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Need HELP with mod !!! Answered

I need help powering a timer I salvaged from a microwave oven. Here's the schematic for the board. It needs a -5v power supply. I have a 9v battery and a 7805 regulator. Can anyone help me figure out how to make this thing work?

hi-res schematic


I used a 9v battery with a 5v regulator and hooked it up reversely to the -5v and gnd spot on the circuit board and the display just came up scrambled. I'm not looking to have the timer turn anything else on or off, just simple display countdowns. what's the easiest way to get this circuit to do that? (Note: I want to power it all off of battery - not 120 AC or anything)


10 years ago

I'll give this another shot, here goes...

You don't need a regulator, as the 7905 is already there.

The power transformer circuit (box #4 in schematic) is a full-wave rectifier on a center tapped transformer (12-0-12) or a 24V trannie (probably a 13-0-13, or 25 or 26V total) with a center tap. Unlike typical power supplies, the rectifier is filtering out the positive voltages. The neg voltage is relative to the center tap.

V2 is unregulated -12V
V1 is regulated -5V
(the INT2 and RESET voltages should take care of themselves...)

The DOM switch in box #1(two blue wires in the pic) should be a closed connection--that's the 'door open' safety switch.

The supply circuit in box #5, which is half-wave rectified, looks like another neg power supply (the zener diode is wired backwards to GND compared to a typical pos regulator.) This is tapped off one half of the transformer secondary.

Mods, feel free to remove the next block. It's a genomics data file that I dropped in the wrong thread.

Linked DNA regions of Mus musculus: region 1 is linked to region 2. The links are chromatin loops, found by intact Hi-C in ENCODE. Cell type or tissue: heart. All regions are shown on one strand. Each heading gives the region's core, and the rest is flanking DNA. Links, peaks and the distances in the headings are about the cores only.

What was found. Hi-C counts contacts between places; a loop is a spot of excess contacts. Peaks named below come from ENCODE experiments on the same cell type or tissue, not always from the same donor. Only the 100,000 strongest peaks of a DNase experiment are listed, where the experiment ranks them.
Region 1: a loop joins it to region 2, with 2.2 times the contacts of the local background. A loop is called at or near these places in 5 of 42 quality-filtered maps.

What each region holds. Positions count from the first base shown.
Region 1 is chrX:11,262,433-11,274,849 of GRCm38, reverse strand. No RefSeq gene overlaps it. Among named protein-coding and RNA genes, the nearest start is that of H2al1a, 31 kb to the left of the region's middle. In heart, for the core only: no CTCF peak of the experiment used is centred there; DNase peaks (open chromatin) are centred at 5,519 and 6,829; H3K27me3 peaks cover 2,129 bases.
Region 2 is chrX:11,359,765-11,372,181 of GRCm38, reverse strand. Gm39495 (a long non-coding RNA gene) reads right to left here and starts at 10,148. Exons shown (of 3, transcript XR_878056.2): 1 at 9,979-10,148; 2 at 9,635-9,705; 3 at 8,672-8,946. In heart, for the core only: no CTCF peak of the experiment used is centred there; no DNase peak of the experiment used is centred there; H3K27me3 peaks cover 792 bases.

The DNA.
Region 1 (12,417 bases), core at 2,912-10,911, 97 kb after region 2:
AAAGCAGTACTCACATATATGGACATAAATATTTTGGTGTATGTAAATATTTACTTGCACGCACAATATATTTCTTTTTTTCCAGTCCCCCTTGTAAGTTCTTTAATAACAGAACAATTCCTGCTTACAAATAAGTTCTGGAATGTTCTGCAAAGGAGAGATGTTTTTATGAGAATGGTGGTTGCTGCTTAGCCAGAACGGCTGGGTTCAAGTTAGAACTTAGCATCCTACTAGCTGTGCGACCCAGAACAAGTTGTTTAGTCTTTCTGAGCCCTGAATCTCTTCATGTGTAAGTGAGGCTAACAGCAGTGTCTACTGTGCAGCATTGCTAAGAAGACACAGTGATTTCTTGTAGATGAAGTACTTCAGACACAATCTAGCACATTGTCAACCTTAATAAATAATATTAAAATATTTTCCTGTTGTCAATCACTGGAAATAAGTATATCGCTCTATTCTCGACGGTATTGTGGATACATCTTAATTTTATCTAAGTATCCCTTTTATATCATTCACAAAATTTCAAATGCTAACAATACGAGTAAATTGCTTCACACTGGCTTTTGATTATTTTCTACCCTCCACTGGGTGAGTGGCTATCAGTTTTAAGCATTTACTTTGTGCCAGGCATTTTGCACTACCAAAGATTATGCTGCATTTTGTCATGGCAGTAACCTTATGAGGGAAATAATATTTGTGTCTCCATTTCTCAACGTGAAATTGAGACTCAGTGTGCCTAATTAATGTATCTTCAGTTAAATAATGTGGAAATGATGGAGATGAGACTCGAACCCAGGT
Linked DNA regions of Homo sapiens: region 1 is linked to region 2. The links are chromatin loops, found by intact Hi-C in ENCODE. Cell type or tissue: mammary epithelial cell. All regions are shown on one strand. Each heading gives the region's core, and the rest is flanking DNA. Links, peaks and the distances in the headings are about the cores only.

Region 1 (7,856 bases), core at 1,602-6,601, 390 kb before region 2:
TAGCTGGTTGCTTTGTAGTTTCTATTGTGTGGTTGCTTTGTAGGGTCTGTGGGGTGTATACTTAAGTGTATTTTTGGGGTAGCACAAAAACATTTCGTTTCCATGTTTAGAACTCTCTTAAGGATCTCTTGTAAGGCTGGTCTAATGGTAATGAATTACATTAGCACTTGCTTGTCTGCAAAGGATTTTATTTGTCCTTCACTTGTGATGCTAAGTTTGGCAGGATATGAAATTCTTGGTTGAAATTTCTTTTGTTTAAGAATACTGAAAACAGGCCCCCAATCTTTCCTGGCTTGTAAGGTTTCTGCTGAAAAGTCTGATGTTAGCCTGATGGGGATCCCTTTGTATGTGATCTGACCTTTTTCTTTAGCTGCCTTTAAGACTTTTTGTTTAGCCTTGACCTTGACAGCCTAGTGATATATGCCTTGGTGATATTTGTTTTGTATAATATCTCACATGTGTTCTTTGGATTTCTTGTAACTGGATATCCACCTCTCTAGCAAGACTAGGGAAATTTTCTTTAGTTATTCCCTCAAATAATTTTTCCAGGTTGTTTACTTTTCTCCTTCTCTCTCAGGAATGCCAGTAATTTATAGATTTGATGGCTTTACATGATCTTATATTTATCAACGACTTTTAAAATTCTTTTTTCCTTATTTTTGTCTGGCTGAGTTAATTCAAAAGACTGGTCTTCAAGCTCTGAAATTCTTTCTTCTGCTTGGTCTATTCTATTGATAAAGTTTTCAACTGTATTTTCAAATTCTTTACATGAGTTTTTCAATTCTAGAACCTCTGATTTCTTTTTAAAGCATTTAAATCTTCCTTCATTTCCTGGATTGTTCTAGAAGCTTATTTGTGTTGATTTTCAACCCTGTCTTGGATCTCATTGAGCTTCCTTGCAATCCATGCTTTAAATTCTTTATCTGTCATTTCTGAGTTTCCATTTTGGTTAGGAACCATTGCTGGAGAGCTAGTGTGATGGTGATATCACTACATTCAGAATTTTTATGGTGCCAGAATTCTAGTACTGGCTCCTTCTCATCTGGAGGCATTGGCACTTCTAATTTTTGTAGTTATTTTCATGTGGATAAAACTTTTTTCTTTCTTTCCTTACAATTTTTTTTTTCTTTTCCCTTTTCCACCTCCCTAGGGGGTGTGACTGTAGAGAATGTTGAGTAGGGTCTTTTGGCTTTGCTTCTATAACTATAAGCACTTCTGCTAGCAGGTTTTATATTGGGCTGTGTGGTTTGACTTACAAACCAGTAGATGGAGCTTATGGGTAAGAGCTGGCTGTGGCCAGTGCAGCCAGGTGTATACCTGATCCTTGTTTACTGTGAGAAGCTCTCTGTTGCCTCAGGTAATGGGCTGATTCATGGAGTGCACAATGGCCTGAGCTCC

The relays are connected through the third pin on the white connector (AC in.) So AC is probably routed to the magnetron first, then to the board (and the chassis GND is probably connected to the plug ground pin there.) The relays obviously are closed while the timer is running. There's "truth table" on the PDF you posted before that shows the state of the relay control circuit.

The one part of the circuit that activates when the timer runs down is the the buzzer (BZ1.) You could replace that with a 12V relay if you want something to trigger at 0:00. A relay here will make any polarity weirdness moot (add a spike diode though, just like the other relays.)

OK, big finish....

To connect to a battery, you'll need 12 volts. And it will be wired backwards--the batteries positive terminal should be connected to the GND, and negative connected at the V2 symbol. Also connect the neg terminal inside box #5. The transformer should be removed, or the traces cut...

Or better yet, connect the negative terminal before the rectifying diodes (on the 'bottom' of the transformer secondary, where the circuit splits between the main supply and the box #5 supply)--that should prevent a any reverse polarity accidents (and you wouldn't need a separate connection to box #5, too.) But to do so, you might need a bit more than 12V, due to the diodes (I'm guessing not, as the board logic is probably run off the V2 supply--it's theoretically possible this could function with much less than 12V, as the higher voltage appears to be largely for the relays, etc. But the transistor drivers are tuned to relay current at 12V....)

I couldn't find any positive voltages just by looking at the schematic. The circuit just uses the 'bottom' of the AC waveform. Somebody else please double check my logic ;-) ......

do you only need -5 volt? you could just use aw negative regulator and hook up the nine voolt accordingly

but where in this circuit do I connect my negative regulator to?